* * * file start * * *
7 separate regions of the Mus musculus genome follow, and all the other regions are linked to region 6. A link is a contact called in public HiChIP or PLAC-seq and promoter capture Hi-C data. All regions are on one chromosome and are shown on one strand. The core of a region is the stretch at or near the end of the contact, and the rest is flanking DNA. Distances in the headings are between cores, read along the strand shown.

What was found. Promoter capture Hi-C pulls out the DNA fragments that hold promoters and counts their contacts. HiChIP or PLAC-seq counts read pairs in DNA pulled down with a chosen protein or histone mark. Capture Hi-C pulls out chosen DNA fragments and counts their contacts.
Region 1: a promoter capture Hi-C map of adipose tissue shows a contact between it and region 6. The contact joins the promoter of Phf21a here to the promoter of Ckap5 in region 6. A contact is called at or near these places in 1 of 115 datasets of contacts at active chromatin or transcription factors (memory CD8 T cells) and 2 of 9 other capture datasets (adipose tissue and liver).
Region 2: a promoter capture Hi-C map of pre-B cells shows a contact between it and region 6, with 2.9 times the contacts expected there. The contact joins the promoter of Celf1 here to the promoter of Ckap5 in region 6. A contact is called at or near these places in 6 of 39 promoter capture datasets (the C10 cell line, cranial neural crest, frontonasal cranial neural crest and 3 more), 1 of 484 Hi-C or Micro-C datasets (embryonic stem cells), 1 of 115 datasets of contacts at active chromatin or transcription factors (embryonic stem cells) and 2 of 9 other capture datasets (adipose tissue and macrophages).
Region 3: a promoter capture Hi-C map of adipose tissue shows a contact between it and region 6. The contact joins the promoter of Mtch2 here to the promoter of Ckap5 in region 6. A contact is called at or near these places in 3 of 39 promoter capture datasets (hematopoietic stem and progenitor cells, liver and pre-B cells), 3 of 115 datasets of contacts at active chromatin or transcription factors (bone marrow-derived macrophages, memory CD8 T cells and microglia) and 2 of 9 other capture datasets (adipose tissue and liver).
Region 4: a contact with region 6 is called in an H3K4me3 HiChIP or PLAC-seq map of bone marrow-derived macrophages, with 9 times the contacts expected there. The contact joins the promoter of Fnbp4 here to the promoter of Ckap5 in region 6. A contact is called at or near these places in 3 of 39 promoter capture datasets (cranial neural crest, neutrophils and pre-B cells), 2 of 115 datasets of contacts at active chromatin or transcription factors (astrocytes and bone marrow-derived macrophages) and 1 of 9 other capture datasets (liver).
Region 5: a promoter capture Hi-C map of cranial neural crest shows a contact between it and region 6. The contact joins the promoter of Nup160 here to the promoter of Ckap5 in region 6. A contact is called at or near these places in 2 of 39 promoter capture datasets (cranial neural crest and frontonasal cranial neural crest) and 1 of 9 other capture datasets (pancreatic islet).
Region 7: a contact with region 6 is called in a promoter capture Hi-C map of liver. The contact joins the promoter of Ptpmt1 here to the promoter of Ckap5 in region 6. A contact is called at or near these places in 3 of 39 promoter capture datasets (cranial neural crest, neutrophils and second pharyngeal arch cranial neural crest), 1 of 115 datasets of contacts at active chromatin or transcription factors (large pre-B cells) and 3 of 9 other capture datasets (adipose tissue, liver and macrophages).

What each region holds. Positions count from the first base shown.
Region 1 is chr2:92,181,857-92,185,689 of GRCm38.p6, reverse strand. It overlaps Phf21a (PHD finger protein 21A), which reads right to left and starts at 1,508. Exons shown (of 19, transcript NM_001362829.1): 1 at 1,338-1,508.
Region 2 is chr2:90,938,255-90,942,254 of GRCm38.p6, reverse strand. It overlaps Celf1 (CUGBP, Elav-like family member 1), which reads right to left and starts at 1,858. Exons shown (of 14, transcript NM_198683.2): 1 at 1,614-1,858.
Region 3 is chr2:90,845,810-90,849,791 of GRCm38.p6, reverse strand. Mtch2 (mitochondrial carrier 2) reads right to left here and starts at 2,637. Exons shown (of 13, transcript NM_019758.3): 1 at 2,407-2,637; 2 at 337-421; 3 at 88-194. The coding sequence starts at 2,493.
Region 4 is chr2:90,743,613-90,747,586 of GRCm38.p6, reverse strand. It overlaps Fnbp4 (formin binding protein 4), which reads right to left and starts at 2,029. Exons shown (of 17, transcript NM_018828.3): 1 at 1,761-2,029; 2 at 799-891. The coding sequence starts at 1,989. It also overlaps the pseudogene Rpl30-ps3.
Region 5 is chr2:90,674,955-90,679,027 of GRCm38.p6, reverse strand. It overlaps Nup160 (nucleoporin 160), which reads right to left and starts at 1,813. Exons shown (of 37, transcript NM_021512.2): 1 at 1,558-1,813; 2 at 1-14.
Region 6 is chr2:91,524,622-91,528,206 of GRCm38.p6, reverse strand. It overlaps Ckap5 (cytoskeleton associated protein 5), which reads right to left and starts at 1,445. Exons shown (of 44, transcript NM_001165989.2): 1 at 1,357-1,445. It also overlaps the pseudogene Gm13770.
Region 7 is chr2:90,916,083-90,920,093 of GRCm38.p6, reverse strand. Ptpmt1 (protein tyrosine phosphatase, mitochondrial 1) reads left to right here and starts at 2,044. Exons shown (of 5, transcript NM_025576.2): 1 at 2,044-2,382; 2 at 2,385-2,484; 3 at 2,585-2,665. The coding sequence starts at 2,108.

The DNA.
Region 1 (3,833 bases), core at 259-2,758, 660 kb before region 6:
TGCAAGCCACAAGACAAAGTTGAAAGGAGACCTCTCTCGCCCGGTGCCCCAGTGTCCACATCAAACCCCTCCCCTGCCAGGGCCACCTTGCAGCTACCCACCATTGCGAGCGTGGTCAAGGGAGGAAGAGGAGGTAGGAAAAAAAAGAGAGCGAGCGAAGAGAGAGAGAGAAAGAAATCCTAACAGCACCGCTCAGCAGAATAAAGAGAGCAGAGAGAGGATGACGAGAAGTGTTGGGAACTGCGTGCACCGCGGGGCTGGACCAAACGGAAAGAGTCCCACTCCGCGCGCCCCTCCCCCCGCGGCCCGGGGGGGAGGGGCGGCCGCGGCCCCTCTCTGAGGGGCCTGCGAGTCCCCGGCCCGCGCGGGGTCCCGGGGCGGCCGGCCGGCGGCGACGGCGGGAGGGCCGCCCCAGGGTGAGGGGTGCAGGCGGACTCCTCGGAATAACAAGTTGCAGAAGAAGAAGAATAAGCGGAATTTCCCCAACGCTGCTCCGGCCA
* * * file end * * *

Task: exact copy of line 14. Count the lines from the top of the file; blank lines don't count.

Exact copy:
Region 5 is chr2:90,674,955-90,679,027 of GRCm38.p6, reverse strand. It overlaps Nup160 (nucleoporin 160), which reads right to left and starts at 1,813. Exons shown (of 37, transcript NM_021512.2): 1 at 1,558-1,813; 2 at 1-14.